We're not yet through February wintertime blues, but at least the days are getting a little bit longer- and to celebrate, we're starting our new column! It's not advice- you get plenty of that already. We're shooting to increase mental health access by breaking down some of the barriers people have about starting therapy- enter Ask @mytherapist We'll select questions from our various social media outlets and respond! Today's question is:
My partner and I have been in a relationship for 6 years, and haven't had sex in 2. I watch porn, and I'm sure she has a vibrator, but we just don't get off together anymore. Will couples therapy help us get the spark back in our relationship?
Great question! This is SUCH a common theme in couples therapy. Online you see this referred to sexless marriages, lesbian bed death, etc. - and regardless of the people involved in the relationship, it is quite common. One study suggests that when the level of intimacy is stable, passion (that means sexual passion) tends to be low. It is only when intimacy is increasing that there is a strong sense of passion, the study suggests. So what does that mean for you in couples therapy? Well, one of the main goals will be to increase your intimacy (thereby increasing your passion), and the other might be to help identify the unrealistic expectations you have about how much sex you SHOULD be having in your relationship (compared to what you think other "normal" peoples' sex lives are all about).
In rational emotive behavior therapy and cognitive behavioral therapy, we would want to then challenge that thinking in order to help you accept the world as it is, rather than the way you think it should be. Your relationship is what it is, and perhaps we can work on increasing passion, and perhaps not - does that mean something about the value of your relationship? Not necessarily! Once we work on some of the thinking involved by each of you, then we would want to encourage you to research a bit on human sexuality and relationships to see that you have more options than you might think! Some people increase intimacy and passion by become more sexually adventurous together. This might be within the confines of monogamy or any other relationship style (open relationships, polyamory,etc). Some people work on the more administrative parts of the relationship that maybe aren't so sexy, like figuring out how to have chore time, parent time, etc, then making an effort to have sexy time - even if that means you're masturbating together in the same room rather than waiting for your partner to do laundry so you can rub one out real quick.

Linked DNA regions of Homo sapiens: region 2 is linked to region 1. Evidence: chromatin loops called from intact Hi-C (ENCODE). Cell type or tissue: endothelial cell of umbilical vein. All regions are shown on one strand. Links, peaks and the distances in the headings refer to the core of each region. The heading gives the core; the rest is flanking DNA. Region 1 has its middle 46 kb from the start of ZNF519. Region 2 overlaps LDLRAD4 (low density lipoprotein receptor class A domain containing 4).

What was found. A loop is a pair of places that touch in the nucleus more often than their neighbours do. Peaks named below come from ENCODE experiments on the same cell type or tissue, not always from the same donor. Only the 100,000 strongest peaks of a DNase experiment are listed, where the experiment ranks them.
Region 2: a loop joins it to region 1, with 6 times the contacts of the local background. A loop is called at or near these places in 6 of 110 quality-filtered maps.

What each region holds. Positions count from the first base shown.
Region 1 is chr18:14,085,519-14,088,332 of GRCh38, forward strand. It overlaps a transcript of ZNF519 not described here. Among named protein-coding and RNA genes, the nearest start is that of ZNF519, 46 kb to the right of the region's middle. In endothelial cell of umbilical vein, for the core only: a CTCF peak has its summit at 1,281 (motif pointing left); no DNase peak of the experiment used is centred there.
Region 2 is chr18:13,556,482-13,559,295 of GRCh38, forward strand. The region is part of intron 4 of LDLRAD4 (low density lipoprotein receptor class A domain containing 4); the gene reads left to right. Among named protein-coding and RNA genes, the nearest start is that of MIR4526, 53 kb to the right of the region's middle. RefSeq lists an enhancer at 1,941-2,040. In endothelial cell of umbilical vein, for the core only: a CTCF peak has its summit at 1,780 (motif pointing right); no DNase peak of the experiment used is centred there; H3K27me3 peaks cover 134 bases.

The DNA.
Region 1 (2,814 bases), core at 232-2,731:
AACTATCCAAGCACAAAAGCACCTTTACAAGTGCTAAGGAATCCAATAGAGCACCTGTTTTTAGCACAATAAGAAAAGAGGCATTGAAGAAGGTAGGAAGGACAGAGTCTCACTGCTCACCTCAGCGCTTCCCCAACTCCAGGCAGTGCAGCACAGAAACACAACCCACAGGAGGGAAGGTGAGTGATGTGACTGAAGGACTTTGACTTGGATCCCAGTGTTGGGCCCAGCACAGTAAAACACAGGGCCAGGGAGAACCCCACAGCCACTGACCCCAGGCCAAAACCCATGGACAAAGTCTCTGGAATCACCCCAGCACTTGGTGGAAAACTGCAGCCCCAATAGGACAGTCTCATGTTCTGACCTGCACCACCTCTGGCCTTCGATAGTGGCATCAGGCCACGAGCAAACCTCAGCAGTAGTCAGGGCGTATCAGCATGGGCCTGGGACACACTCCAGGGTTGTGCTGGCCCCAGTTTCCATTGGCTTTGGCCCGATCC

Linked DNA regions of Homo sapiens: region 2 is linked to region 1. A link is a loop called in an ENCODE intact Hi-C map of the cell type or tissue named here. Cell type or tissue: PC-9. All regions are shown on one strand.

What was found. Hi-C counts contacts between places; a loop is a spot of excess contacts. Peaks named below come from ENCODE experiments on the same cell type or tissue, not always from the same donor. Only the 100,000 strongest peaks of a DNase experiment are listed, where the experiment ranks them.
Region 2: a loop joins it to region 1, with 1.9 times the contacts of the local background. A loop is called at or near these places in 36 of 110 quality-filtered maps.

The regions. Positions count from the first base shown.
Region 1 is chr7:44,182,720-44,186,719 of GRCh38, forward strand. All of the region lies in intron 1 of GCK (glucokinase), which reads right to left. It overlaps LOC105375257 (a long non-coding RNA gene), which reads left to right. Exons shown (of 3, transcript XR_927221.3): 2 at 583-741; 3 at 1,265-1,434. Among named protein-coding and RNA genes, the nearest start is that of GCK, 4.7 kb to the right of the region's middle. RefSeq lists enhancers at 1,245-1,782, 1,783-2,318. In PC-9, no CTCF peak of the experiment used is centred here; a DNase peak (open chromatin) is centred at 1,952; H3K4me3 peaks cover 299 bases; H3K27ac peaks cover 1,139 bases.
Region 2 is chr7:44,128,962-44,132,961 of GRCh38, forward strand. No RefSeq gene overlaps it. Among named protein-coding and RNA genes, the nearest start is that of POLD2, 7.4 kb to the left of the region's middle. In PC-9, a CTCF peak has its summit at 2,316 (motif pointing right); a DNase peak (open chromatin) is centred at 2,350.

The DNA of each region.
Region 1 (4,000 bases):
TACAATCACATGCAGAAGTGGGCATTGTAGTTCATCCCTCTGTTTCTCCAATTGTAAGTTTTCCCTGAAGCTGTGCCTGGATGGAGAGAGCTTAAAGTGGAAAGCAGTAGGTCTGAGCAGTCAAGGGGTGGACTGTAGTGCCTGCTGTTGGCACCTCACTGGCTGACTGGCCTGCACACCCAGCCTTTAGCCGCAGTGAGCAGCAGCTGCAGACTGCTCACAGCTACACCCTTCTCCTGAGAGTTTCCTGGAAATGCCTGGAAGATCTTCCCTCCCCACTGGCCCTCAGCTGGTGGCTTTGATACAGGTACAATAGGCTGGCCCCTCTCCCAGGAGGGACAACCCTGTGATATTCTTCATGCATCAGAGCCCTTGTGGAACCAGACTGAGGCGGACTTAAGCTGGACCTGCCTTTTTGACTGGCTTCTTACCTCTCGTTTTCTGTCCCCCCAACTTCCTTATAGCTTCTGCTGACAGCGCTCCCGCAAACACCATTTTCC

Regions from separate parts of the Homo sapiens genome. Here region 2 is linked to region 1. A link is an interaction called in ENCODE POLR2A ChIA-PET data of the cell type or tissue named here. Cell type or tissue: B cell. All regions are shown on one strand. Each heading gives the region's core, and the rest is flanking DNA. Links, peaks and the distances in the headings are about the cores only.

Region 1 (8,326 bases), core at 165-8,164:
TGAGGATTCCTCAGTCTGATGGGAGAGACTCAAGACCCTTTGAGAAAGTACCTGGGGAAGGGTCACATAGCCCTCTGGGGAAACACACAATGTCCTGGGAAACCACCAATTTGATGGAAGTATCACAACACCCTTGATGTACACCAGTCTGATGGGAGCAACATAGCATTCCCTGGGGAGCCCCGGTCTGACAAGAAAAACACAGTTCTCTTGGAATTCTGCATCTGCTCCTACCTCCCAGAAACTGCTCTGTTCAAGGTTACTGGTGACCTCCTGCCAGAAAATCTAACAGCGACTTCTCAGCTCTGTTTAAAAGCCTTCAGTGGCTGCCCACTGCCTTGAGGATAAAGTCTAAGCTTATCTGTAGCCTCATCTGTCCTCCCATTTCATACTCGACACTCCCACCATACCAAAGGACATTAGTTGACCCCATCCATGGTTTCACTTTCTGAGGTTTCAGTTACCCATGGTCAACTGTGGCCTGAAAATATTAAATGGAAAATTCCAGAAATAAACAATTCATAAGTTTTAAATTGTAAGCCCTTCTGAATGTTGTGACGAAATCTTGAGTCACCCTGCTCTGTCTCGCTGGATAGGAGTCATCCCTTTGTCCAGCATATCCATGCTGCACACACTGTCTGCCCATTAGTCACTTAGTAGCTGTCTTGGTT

Relationships that are a few years in might not look the same as they did when you were first dating, and that's totally normal! When you were dating, you lived apart, you saw each other less, and the sex you were having was still a novelty- and that's how humans are wired - for novelty! In therapy we want to make sure you have a shared vision of the future, but still get to feel like you're a whole person, and sometimes getting to spend some time on yourself will lead to you and your partner getting to know each other again - increasing intimacy and increasing passion!
Sex is not the barometer of a relationship. Just THINKING about coming to couples counseling with a sex therapist is a loving act that really shows how dedicated you are to your partner. Keep up that momentum and although therapy might not change things overnight, you'll definitely learn some things about yourself and your relationship!
Dr. Michael DeMarco is a therapist in New York offering individual psychotherapy, couples counseling and sex therapy in Manhattan.